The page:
The War

December 7 1941 woke America from its isolationist stance, and the country jumped into battle with the Japanese and the Germans. The whole nation got into the war effort. The brewing industry was asked to do its part. Breweries were put on a malt allocation, and a general shortage of materials limited production. In addition to these conditions, canned beer was reserved for the military. Drinkers at home had to be content with bottled beer. Many G.I.s came home from the war thinking beer only came in the color olive green since that was the only color with which it was canned. I am certain that long-distance travel and lack of refrigeration did not help the condition of the beer and probably left many a soldier with a bad taste for beer. Interestingly, the tastes of beer drinkers changed after the war for a myriad of reasons: women joining the work force, more homogeneity in taste because of the effect of mass marketing and possibly even a desire for something different from the beer the GI’s drank during the war. The trend toward a lighter beer continued for quite a while, as we shall see.

    Tragedy struck the family again as Jim Grace died in China on February 11, 1943 in what the Press Democrat called “ The Middle Eastern Theater.” The paper said, “Word of the tragedy cast a pall over the community yesterday, February 16th, for few Santa Rosans in the armed forces had a wider circle of friends than Jim Grace”. Jim was released from the army prior to Pearl Harbor but re-enlisted and volunteered for combat. Though he was old enough to avoid the war (he was granted an honorable discharge after basic training) he enlisted and was stationed at a desk job in Salt Lake City when he requested, and was granted a tour of duty in combat. His ship was forty-three days getting to the front. The day before word of his death reached Santa Rosa, his brother Jack had received a letter from him regarding his experiences that were told with his “usual good humor.”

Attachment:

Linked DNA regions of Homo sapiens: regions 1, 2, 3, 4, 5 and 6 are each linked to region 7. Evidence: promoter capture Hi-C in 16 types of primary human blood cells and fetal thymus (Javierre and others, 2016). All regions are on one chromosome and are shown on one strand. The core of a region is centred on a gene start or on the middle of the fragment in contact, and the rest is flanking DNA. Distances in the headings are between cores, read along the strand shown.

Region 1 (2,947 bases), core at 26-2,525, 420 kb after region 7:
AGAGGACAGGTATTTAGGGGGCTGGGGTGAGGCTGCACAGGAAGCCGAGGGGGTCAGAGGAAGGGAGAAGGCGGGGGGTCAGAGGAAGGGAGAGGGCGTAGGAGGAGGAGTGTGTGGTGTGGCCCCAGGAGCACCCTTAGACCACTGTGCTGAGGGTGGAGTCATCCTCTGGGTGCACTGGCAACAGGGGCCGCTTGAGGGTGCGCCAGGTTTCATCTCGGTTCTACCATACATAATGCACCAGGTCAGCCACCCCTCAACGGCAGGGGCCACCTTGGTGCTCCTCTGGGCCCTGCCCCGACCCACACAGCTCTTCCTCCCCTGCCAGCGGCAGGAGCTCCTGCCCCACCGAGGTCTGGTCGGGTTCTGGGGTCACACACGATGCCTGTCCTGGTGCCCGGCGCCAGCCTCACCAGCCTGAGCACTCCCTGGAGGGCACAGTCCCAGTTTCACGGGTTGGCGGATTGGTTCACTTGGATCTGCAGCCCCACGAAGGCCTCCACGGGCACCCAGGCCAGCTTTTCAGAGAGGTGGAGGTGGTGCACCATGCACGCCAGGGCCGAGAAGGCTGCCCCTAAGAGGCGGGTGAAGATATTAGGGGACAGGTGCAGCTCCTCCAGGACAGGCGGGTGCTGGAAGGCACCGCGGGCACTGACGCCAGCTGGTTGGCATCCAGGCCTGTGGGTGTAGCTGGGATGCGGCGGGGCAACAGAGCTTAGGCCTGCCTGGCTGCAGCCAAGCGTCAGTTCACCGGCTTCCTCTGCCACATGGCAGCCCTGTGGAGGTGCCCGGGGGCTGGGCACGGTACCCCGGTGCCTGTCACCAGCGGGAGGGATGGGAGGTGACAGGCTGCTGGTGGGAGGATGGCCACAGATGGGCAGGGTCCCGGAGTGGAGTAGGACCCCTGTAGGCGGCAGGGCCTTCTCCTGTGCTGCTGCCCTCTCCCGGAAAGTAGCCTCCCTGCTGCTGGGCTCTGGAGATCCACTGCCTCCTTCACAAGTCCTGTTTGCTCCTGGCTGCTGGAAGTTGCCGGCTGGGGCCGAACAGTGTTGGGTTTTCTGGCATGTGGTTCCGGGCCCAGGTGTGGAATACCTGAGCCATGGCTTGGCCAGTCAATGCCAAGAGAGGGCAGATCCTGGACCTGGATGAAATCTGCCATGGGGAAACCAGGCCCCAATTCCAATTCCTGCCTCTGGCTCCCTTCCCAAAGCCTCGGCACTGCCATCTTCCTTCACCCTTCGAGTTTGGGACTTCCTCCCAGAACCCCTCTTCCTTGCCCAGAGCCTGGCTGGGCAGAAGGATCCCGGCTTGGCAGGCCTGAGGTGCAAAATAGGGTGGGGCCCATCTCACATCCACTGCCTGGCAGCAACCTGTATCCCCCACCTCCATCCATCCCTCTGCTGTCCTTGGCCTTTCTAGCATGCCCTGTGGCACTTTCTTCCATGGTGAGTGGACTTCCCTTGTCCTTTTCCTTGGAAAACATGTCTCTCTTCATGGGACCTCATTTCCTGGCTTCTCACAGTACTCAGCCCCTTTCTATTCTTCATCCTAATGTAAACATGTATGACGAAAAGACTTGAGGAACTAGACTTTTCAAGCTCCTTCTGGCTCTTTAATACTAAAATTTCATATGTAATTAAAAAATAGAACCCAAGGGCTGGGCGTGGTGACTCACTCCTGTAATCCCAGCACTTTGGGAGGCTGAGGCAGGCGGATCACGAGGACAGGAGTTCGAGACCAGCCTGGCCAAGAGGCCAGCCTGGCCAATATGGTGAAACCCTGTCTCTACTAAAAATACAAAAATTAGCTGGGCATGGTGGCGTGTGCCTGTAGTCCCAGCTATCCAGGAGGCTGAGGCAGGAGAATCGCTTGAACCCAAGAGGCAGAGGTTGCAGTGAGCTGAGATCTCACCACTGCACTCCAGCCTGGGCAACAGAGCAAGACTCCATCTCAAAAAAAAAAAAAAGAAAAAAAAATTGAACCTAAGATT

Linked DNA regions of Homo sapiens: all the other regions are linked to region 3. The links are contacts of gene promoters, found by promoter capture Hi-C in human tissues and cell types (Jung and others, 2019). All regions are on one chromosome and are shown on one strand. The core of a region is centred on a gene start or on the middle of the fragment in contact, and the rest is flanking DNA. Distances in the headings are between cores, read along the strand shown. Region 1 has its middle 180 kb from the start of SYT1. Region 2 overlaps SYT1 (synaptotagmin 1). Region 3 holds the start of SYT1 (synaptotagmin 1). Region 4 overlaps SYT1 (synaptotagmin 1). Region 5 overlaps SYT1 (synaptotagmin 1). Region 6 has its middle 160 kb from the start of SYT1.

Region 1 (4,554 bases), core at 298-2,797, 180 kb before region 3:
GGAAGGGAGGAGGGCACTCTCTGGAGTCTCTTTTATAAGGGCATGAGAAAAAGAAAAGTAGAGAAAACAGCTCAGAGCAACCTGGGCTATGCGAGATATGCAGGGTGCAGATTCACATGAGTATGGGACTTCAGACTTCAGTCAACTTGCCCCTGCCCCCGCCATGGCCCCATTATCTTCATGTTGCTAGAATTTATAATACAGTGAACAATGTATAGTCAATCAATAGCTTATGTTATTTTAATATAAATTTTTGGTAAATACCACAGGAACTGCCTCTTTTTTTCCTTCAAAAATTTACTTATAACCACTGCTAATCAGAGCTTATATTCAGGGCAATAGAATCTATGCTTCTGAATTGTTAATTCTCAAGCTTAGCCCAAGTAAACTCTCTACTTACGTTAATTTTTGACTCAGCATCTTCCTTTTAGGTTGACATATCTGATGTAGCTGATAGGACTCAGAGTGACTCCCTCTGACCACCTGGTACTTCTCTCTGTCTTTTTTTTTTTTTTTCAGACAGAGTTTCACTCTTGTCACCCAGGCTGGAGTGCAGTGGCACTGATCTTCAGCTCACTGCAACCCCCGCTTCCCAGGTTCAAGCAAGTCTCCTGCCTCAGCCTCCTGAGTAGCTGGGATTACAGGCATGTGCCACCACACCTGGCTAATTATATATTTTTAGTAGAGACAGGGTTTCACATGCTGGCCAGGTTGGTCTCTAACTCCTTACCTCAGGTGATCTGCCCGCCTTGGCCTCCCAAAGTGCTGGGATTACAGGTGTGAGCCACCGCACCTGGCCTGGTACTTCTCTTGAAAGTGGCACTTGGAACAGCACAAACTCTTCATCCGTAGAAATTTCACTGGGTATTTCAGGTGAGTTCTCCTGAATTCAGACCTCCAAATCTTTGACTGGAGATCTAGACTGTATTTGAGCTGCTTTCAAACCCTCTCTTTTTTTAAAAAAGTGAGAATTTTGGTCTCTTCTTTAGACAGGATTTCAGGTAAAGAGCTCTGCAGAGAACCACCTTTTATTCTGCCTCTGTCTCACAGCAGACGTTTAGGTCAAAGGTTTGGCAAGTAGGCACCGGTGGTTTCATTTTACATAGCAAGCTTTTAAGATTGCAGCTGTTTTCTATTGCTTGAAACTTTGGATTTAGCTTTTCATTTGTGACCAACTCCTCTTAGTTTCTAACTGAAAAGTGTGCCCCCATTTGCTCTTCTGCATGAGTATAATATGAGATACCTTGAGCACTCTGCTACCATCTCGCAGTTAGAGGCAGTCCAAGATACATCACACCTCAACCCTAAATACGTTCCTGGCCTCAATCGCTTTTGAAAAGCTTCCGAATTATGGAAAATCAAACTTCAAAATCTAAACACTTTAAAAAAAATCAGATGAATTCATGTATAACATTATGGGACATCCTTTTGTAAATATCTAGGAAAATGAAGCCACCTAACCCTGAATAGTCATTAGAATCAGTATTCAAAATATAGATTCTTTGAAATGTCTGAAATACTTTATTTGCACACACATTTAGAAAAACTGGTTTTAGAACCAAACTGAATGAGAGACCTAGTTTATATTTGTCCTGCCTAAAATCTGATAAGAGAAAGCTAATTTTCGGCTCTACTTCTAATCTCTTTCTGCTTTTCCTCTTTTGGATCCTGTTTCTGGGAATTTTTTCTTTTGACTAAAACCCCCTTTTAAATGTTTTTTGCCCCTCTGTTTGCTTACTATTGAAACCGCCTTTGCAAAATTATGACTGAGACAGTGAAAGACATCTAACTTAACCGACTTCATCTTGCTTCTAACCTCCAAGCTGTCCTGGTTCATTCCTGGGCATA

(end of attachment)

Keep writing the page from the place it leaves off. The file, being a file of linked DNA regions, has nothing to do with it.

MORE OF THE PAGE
A picture of Uncle Jim in his army uniform (see appendix) appears in the Press Democrat article of February 18, 1943  written by Herbert Slater, the ex-California legislator who, though blind, wrote for the PD for years. He wrote “…The news was startling as it spread throughout the community and there was no one on hand to say anything but a good word for Jim…it was just like Jim to request that he be relieved from division headquarters duty…in order to get into the heart of things and aid in winning the victory”. Uncle Jim was a community man and a patriot, and he gave the ultimate sacrifice. Now there were three Grace boys left.  Jim died at age 37–just like Moses. Too, too young for both of them. It is a pity our generation never got to know Jim and Frank Jr. After reading the newspaper columns and researching their high school careers, I feel like I have a better sense of them. Both seemed to have many friends, and their deaths were a loss to the community.

     The early 1940s must have presented quite a challenge to the three remaining boys. After buying and selling three breweries from 1939-1942 and after separating from their uncle and going out own their own, they were still relatively young.   Tom was the oldest, not yet forty years old in 1942. The boys had experienced a great deal of tragedy and had much responsibility thrust upon them at such a young age, but they handled it admirably. Like all Americans, they looked forward to the war’s end and some sense of normalcy to return.